See Inside DARPA's Incredible Subterranean Finals Course

Caves, tunnels, and urban underground all handmade by DARPA in secret

4 min read
A legged robot inside of a dark and flowing stone cave
Evan Ackerman/IEEE Spectrum

When DARPA announced that the Subterranean Challenge Final Event would take place in a giant cavern complex in Louisville, and that it would include elements of tunnels, caves, and the urban underground, we had very high hopes for what the agency would put together. And, predictably, DARPA vastly exceeded those hopes. Inside of the Louisville Mega Cavern, DARPA worked for months to construct an incredible course from scratch, full of the kind of detail that you'd expect to see on a movie set. But just like a movie set, it was all temporary, and even worse, very few people will ever be able to really appreciate what DARPA has done—the course was never open to the public, and most of the teams themselves only really experienced the course through their robots and during a very brief post-competition tour.

After the competition ended on Friday, though, DARPA did give any teams that were interested an opportunity to run their robots around the course for a couple of hours. We were able to tag along with Team CERBERUS and Team CSIRO Data61, the first and second place SubT Challenge winners (separated in score by just one single minute!), as they and their robots explored the course in person and unsupervised for the first (and last) time.

As you look through these pictures, try to appreciate everything that DARPA has done to make the SubT Final course as realistic as possible. Everything was designed and built and sculpted and painted entirely by hand, based on real underground environments. DARPA also added an assortment of robot-specific challenges for both perception and mobility, which had a side-effect of making some parts of the course challenging for humans to traverse as well. Inside, it was often very dark, very close, and frequently slippery and wet. I was thankful both for my hard hat and for the well-lit robots that I followed around the course with their teams of human operators as we explored DARPA's fantasy subterranean world.

A scaffolding with DARPA banners outside of the entrance to a cave

Evan Ackerman/IEEE Spectrum

The slightly scary entrance to the Louisville Mega Cavern. It's dark in there. Really dark.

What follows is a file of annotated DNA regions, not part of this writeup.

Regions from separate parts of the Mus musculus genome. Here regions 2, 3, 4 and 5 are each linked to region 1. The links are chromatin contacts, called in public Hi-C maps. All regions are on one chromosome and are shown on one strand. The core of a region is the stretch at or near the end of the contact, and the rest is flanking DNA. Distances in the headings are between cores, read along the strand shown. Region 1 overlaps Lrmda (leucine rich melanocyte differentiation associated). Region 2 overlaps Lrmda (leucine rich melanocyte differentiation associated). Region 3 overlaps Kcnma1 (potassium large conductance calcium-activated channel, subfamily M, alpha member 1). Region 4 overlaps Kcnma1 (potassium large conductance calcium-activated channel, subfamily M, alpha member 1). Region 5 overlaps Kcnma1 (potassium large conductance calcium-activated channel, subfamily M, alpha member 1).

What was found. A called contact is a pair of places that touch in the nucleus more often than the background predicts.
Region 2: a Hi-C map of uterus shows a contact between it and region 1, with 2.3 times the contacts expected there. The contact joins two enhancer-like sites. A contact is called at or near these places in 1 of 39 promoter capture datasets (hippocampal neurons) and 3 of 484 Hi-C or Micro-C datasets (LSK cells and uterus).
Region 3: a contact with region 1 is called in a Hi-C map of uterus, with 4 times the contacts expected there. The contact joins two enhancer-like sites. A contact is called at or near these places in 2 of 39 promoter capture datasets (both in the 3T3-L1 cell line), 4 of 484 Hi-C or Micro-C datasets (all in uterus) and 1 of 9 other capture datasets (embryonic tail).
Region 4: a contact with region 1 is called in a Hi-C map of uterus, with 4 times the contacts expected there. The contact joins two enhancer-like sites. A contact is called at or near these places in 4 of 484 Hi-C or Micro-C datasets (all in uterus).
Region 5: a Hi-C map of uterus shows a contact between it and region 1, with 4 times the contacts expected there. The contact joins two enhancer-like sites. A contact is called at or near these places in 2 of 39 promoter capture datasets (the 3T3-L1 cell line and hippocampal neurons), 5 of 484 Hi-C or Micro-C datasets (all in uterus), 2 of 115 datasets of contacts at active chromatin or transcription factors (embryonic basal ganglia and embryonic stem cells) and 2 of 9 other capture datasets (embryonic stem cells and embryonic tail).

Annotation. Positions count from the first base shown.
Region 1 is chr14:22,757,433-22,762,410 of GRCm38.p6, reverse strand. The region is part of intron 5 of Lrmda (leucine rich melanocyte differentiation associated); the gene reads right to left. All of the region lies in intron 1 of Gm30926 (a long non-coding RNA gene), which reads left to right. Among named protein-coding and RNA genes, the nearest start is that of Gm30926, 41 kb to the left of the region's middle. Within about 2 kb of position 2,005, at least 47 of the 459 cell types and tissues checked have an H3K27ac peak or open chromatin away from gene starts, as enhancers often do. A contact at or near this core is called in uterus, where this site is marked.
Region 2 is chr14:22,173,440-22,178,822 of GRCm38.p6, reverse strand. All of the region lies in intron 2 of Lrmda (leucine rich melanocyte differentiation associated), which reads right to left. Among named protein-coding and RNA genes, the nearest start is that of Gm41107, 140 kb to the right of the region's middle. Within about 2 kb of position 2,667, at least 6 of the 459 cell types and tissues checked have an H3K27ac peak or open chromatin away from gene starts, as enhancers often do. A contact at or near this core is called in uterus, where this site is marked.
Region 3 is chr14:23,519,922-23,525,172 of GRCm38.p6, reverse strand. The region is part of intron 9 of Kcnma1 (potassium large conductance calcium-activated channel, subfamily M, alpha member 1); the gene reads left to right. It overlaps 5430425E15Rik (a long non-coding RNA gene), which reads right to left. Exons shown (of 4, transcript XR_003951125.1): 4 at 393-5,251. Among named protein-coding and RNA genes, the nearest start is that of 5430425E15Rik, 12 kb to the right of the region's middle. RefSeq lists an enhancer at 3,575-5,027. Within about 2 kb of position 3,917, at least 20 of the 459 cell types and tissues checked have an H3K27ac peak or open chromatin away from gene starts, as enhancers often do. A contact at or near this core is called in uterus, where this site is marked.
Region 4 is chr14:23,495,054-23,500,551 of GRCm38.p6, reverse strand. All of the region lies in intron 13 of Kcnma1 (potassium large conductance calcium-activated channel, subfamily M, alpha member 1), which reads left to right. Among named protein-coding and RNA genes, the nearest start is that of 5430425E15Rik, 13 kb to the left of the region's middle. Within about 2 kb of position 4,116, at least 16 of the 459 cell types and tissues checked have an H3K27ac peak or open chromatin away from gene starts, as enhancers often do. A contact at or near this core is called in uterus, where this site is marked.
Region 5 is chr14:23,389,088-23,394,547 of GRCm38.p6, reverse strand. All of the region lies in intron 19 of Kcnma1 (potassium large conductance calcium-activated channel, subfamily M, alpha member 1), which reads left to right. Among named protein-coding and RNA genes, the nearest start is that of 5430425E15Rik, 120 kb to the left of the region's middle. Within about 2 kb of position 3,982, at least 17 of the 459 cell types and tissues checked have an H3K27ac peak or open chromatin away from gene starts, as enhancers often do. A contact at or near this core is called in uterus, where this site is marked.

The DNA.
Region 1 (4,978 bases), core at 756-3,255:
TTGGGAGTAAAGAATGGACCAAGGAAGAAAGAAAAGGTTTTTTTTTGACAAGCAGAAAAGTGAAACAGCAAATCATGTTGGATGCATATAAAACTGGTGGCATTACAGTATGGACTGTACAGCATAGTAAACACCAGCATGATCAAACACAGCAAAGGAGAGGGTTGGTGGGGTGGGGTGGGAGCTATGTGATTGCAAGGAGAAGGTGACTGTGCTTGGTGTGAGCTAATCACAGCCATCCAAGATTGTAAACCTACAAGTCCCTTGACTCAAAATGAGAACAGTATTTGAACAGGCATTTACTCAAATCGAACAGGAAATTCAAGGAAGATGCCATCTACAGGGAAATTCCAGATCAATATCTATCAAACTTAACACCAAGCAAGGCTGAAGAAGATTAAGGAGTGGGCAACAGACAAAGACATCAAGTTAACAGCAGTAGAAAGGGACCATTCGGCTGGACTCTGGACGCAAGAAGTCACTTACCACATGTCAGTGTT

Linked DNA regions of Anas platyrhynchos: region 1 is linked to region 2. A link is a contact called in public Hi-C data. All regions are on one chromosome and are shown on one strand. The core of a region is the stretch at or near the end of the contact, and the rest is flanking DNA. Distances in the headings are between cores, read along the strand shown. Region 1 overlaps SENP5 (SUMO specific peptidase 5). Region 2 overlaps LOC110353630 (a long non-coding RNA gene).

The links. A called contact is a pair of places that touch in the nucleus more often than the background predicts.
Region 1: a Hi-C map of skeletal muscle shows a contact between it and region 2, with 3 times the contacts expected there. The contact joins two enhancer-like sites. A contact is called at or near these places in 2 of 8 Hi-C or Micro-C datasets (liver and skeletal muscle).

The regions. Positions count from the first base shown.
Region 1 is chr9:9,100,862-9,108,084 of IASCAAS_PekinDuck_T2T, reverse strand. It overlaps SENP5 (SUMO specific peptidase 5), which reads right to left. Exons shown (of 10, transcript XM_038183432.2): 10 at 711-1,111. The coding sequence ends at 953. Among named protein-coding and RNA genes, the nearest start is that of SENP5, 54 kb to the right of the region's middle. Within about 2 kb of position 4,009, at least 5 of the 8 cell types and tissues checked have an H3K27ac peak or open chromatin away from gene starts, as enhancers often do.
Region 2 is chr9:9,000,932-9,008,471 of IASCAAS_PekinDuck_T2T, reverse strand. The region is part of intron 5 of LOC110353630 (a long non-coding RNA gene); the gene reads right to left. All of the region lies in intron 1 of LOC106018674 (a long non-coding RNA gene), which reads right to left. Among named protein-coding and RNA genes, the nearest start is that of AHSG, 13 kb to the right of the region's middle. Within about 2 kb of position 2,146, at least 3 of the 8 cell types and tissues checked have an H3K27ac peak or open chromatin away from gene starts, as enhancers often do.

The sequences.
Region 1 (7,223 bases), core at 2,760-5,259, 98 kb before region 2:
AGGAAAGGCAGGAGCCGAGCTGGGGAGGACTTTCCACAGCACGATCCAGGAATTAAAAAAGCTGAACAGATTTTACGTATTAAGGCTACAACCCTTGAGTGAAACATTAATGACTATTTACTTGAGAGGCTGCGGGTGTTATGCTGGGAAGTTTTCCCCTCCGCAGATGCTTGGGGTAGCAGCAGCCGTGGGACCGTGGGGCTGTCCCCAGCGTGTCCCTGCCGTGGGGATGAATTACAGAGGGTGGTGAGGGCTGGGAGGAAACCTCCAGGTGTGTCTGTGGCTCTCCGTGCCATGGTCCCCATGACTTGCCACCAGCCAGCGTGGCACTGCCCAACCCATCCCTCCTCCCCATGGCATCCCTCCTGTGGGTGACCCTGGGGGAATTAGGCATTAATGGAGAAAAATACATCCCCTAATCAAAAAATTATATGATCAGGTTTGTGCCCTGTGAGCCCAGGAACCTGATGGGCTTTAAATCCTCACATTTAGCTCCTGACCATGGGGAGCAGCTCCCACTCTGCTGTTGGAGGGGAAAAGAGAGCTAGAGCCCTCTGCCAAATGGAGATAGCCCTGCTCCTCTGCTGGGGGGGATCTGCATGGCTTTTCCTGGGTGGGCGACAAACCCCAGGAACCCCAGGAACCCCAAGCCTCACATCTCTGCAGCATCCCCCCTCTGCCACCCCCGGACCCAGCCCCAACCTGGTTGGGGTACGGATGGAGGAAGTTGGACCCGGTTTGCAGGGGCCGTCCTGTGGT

Special thanks to Team CERBERUS and Team CSIRO Data61 for letting me tag along with them.

Last week, DARPA also posted some videos of the course, including walkthroughs with artifact placements and also remote footage of all of the final competition runs. We've included a couple below, but the rest can be found on DARPA's YouTube channel.

DARPA Subterranean Challenge Final Event Course Walkthrough - Artifact Configuration 3

DARPA Subterranean Challenge Finals Event Prize Round Scored Run CSIRO Data61

The Conversation (0)

How Robots Can Help Us Act and Feel Younger

Toyota’s Gill Pratt on enhancing independence in old age

10 min read
An illustration of a woman making a salad with robotic arms around her holding vegetables and other salad ingredients.
Dan Page

By 2050, the global population aged 65 or more will be nearly double what it is today. The number of people over the age of 80 will triple, approaching half a billion. Supporting an aging population is a worldwide concern, but this demographic shift is especially pronounced in Japan, where more than a third of Japanese will be 65 or older by midcentury.

Toyota Research Institute (TRI), which was established by Toyota Motor Corp. in 2015 to explore autonomous cars, robotics, and “human amplification technologies,” has also been focusing a significant portion of its research on ways to help older people maintain their health, happiness, and independence as long as possible. While an important goal in itself, improving self-sufficiency for the elderly also reduces the amount of support they need from society more broadly. And without technological help, sustaining this population in an effective and dignified manner will grow increasingly difficult—first in Japan, but globally soon after.

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